Time Series Based House Sale Value Market Forecasting Using Genetically Evolved Neural Networks

Time Series Based House Sale Value Market Forecasting Using Genetically Evolved Neural Networks

George S. Atsalakis (Technical University of Crete, Greece), Kimon P. Valavanis (University of Denver, CO), Constantin Zopounidis (School of Production Engineering and Management, Technical University of Crete, Greece & Audencia Business School, France) and Dimitris Nezis (Technical University of Crete, Greece)
DOI: 10.4018/978-1-61520-629-2.ch014
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Accurate forecasting of the house sale value market is important for individual investors, business investors, banks and mortgage companies. This chapter uses fundamentals of Genetic Algorithms (GAs) and Artificial Neural Networks (ANNs) to derive and implement a hybrid, genetically evolved feedforward ANN model that predicts next month house sale prices. Derived model results are compared with results obtained using a linear regression model and an Adaptive Neuro Fuzzy Inference System (ANFIS). The proposed model returned lower Root Mean Square Error (RMSE), Absolute Mean Error (MAE), Mean Square Error (MSE) and Mean Absolute Percent Error (MAPE) results compared with the linear regression and ANFIS models. For case studies real monthly data of USA housing prices from 1963 to 2007 were used.
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The housing market has a major impact on the overall economy. As Reichert rightly points out “...housing markets are not entirely isolated and distinct submarkets, for they in turn react to key housing trends in contiguous regions as well as to various national factors” (Meen, 1996, pp. 425-446).

Shiller (1993) suggests that developing an efficient housing market is a prerequisite for sustained economic development. Therefore, it is essential to predict as accurately as possible housing prices for better asset allocation decisions, including mortgage underwriting.

However, estimating house sales price is a complex procedure coupled with housing sector structural changes, macroeconomic policies, tax changes, relocation, and market variations. As a result, there have been several theoretical and econometric studies attempting to model and forecast volatility in house prices, resulting in valuable insight information related to understanding such pricing dynamics. However, models already developed to analyze the housing sector are limited in reliability because they do not capture the full set of interactions with the rest of the economy.

One of the first attempts to capture housing price dynamics relates to hedonic housing price models that have been used extensively in applied economics since the seminal work of Rosen (1974). Such models examine housing markets based on the Lancastrian concept in which a commodity is treated as an ensemble of characteristics with an estimated sales price. Regardless, a major concern has been whether commonly assumed parametric specifications are adequate as hedonic price functions, that is, whether modelled characteristics through such functions reflect real market prices. In principle, the most appropriate hedonic price models are based on: specifications of a house price function that relates observed housing expenditures to selected structural and/or neighbourhood characteristics influencing house prices; estimated coefficients/indices, behavioural assumptions, random error terms and econometric procedures used to define hedonic function parameters.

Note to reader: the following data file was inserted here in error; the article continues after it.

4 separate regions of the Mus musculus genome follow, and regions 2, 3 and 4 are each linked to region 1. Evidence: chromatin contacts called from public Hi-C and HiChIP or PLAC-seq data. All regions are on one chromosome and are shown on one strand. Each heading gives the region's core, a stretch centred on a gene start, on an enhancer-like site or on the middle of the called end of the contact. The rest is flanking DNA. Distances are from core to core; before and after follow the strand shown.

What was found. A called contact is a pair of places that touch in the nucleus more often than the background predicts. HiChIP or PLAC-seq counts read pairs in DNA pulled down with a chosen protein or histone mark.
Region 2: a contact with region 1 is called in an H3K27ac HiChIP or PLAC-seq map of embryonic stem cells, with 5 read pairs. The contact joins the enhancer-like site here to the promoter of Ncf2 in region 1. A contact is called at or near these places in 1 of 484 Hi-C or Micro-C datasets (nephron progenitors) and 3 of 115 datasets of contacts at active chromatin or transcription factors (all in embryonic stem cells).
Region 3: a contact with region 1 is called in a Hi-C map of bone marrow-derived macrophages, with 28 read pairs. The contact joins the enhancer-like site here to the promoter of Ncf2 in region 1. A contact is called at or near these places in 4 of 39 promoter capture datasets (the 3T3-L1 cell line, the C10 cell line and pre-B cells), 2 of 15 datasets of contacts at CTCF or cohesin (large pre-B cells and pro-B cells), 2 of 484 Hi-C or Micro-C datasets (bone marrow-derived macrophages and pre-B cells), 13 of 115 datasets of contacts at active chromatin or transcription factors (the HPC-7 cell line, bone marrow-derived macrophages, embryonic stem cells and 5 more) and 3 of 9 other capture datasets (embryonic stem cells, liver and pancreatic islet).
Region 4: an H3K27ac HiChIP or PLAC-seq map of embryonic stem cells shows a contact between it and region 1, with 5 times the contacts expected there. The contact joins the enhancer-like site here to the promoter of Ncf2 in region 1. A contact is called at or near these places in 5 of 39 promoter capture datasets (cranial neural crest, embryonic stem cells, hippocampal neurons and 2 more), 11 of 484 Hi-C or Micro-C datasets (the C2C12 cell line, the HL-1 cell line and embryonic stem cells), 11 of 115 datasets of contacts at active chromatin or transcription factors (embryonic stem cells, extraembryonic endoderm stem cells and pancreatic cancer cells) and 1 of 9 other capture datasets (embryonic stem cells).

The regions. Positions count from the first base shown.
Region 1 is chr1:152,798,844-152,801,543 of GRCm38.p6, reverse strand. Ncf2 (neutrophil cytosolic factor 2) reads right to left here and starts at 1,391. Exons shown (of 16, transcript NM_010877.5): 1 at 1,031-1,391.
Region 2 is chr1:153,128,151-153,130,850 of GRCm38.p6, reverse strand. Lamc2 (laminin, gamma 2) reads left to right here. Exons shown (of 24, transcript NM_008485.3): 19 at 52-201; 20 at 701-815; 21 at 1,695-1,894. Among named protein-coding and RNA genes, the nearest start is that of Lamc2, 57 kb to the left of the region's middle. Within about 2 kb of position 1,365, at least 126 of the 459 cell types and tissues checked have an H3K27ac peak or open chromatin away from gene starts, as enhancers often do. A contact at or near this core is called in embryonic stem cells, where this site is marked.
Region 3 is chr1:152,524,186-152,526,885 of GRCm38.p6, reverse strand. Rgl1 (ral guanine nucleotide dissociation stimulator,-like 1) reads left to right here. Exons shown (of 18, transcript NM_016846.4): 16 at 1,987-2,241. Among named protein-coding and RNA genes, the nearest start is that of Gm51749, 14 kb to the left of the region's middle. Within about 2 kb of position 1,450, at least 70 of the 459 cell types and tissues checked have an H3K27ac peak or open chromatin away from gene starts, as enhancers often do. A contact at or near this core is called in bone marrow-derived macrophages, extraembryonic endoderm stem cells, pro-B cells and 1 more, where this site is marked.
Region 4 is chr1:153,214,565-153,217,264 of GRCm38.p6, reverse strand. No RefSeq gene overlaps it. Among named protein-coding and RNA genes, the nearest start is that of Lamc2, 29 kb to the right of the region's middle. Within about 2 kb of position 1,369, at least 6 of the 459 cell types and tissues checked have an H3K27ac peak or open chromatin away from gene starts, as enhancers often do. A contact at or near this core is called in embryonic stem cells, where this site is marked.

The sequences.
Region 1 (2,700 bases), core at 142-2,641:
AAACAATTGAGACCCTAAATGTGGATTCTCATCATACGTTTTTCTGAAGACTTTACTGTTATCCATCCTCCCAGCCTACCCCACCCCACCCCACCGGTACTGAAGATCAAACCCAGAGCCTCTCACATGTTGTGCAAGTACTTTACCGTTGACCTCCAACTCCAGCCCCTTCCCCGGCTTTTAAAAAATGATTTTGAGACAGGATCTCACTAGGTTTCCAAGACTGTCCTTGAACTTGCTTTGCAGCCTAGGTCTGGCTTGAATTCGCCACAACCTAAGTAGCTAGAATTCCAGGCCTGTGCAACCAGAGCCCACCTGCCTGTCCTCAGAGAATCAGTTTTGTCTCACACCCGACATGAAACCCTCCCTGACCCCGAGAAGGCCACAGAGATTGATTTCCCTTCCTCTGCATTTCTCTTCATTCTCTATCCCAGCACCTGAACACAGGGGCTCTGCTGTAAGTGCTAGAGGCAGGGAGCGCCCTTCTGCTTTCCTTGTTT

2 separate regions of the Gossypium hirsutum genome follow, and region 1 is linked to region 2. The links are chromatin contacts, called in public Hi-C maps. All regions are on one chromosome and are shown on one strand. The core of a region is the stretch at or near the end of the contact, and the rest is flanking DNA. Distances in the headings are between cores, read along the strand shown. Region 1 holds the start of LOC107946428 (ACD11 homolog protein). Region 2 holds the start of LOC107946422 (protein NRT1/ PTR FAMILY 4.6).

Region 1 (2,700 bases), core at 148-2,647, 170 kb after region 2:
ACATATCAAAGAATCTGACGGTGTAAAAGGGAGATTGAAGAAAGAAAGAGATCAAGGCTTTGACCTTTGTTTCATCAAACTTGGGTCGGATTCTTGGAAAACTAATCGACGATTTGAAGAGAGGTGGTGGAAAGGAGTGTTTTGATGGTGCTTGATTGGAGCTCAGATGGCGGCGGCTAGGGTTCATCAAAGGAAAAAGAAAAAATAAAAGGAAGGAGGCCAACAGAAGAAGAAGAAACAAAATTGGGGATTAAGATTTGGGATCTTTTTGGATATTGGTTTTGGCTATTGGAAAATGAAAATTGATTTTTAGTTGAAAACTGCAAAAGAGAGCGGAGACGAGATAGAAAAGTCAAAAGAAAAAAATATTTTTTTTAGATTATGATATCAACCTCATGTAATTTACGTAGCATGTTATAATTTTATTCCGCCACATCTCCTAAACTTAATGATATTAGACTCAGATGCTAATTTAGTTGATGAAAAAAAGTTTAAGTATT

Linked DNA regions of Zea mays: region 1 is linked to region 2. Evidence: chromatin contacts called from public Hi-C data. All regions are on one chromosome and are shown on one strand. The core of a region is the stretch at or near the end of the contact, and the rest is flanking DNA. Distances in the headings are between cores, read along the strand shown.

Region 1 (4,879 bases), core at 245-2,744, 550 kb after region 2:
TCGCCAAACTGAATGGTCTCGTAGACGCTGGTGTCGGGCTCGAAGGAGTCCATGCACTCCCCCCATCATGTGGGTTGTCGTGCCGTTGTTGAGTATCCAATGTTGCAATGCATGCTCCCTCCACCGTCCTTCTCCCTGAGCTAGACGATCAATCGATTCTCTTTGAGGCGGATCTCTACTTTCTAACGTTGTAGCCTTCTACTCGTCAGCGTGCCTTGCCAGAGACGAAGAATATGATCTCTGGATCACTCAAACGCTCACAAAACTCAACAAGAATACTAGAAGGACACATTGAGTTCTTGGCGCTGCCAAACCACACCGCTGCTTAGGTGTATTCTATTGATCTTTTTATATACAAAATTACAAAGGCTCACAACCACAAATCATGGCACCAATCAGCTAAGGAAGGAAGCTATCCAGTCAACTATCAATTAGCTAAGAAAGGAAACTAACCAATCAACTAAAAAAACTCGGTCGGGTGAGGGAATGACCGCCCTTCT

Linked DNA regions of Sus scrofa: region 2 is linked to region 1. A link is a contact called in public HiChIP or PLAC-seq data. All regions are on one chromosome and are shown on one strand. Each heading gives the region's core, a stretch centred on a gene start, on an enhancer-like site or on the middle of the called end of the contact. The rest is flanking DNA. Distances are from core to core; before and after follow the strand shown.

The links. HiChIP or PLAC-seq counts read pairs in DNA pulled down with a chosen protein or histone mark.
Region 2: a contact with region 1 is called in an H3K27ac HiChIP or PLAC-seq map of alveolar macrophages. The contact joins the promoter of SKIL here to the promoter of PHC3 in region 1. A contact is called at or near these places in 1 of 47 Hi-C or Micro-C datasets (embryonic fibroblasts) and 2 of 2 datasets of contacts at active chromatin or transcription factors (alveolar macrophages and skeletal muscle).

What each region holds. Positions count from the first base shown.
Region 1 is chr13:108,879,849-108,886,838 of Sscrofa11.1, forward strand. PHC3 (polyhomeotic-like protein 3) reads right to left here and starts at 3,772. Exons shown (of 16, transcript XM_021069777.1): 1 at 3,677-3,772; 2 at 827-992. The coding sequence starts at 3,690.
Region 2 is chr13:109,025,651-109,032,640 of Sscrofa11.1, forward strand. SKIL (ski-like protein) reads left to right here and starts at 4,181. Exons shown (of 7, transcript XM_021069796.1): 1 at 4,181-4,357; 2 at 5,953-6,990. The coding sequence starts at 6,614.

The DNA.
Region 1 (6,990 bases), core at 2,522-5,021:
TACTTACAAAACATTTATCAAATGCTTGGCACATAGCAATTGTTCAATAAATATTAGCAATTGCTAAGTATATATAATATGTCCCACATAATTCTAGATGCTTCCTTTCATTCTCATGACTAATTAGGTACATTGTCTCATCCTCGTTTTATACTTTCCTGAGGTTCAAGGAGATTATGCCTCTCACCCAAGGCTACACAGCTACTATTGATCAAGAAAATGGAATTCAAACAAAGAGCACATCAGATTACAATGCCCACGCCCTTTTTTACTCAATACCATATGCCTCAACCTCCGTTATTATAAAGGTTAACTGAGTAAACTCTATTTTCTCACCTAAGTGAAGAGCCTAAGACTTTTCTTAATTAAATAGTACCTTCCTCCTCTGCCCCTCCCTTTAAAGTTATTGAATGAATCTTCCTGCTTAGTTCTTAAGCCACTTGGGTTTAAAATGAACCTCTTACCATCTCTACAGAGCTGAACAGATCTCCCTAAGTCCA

A second attempt focuses on Vector Auto Regression (VAR) models pioneered by Sims (1980; 1982) and popularized by Doan (1984) who demonstrated the effect of macroeconomic variables on housing prices and housing construction. VAR time series models use data to specify the dynamic structure of the model, requiring minimum information on the model structure, employing a fixed lag for all model variables.

A third attempt concentrates on repeat-sales sampled data assuming a random walk in housing prices as in Case (1987) used to construct the equivalent hedonic function characteristics, the drawback being not only possible inaccurate representation outside the sampled period, but also lack of recognition of specific house types more frequently sold.

However, existing models do not capture nonlinear processes that very common in financial markets including the housing market; thus, they fail to forecast accurately values. Therefore, it is postulated that ANNs represent better solution candidates. The difference between an ANN and other approximation methods is that the ANN uses one or more hidden layers, in which input variables are squashed or transformed by a special function, known as logistic or sigmoid transformation to approximate better dynamic relations of the process model. While this hidden layer approach may seem esoteric, it represents a very efficient way of modeling nonlinear statistical processes.

In particular, in this article the focus is on utilizing hybrid genetically evolved feedforward ANN derived to capture nonlinearities in house sales market trends, where some of the input time series are non-stationary and overfiting is very likely (German, 1981; Verkooijen, 1996).

Obtained results using time series real data over a period of more than forty years demonstrate the superiority of the proposed method compared to a linear regression and ANFIS model in terms of RMSE, MAE, MSE and MAPE.

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